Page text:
Friday, June 29, 2007

RIAA Opposes Ms. Lindor's Request for Discovery into Agreements Among RIAA Members to Pursue Cases Collectively

In UMG v. Lindor, the RIAA has filed papers opposing Ms. Lindor's request for discovery into the agreements among RIAA members to jointly prosecute and settle cases, relating to her affirmative defense of "copyright misuse":

June 29, 2007, Letter of Richard L. Gabriel, Opposing Defendant's Request for Discovery into Agreements among RIAA members*

* Document published online at Internet Law & Regulation

Commentary & discussion:

Heise Online (German)
Digital Copyright Canada


Keywords: digital copyright online download upload peer to peer p2p file sharing filesharing music movies indie label freeculture creative commons pop/rock artists riaa independent mp3 cd favorite songs


AMD FanBoi said...

So the RIAA opposes discovery into its own workings in this case. The same RIAA that demanded to depose a non-resident, non-party, member of another case, including examining his computer with law records on it, and all his MP3 playback devices -- most of which would likely be destroyed, or warranties voided, by any such examination. The same RIAA who pretexted in an attempt to make improper contact with a 10-year-old child in another case in the hopes that said child would say something incriminating while under duress since they had NO evidence otherwise. Yes, that RIAA.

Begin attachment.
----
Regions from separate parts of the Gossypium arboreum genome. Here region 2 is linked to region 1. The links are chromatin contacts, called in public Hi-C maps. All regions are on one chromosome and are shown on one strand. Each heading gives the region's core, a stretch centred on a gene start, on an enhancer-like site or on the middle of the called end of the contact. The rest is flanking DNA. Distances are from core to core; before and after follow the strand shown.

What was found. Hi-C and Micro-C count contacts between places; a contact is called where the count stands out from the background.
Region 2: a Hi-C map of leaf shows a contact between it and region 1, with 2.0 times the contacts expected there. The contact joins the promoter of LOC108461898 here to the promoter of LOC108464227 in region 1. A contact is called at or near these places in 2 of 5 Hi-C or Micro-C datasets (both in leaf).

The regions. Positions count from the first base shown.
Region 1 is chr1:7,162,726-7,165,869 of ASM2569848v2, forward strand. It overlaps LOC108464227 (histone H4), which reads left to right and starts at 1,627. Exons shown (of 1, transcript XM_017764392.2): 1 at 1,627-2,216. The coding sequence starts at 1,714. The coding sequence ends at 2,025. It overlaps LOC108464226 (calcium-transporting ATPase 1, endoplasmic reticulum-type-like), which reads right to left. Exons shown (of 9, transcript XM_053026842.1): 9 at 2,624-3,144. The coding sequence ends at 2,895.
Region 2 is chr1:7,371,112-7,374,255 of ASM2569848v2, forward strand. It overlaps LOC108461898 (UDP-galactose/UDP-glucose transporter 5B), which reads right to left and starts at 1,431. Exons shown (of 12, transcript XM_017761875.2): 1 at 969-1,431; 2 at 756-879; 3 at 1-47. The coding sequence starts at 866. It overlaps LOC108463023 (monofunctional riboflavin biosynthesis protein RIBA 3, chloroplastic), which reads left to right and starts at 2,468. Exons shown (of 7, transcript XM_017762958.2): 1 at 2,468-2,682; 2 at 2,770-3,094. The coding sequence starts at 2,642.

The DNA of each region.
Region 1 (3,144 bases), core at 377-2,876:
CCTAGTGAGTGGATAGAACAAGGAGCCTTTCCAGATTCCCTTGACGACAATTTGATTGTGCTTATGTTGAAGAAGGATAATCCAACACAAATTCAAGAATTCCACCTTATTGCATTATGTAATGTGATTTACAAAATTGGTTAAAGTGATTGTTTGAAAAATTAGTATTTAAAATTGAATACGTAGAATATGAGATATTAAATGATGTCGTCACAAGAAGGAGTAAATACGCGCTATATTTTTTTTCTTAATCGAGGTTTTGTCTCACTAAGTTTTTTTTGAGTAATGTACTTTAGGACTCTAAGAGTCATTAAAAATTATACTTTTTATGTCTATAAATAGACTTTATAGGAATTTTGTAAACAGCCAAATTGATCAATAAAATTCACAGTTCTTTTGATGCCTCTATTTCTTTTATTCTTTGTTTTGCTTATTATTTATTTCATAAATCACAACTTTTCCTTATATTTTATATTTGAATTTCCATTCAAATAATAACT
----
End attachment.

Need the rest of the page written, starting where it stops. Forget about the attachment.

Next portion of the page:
It should be well established that the first judge to hear a novel issue in a very similar case is not necessarily the most correct judge in his ruling on it. It's nice when a judge says that another judge of essentially equal rank isn't binding on every case that follows. Of course, the RIAA wants it exactly the other way, at least as long as they're getting what they want.

I would think that when you're on the wrong end of a counterclaim, you have to cough up as much discovery as you intended to extract from the original Defendants. Original Defendants are allowed to make their case as well, and the only reasonable reason that the RIAA can be claiming that they'll win on summary (they ALWAYS claim that they're winning, so what's new here) because there is no evidence, is because they're doing all they can to HIDE such evidence!

Funny how the RIAA is now quoting the SCOTUS in stating that pleadings require "more than labels (media distribution system) and conclusions (on information and belief), and the formulaic recitation of the elements (used, and continues to use) of a cause of action will not do." Well if that won't do, how is the RIAA able to keep ANY of these cases in court for even another hour?

StephenH said...

I think the RIAA has something to hide by making motions like this. I think that they are afraid to expose the true nature of their litigation methods because they are afraid that defendants could actually WIN!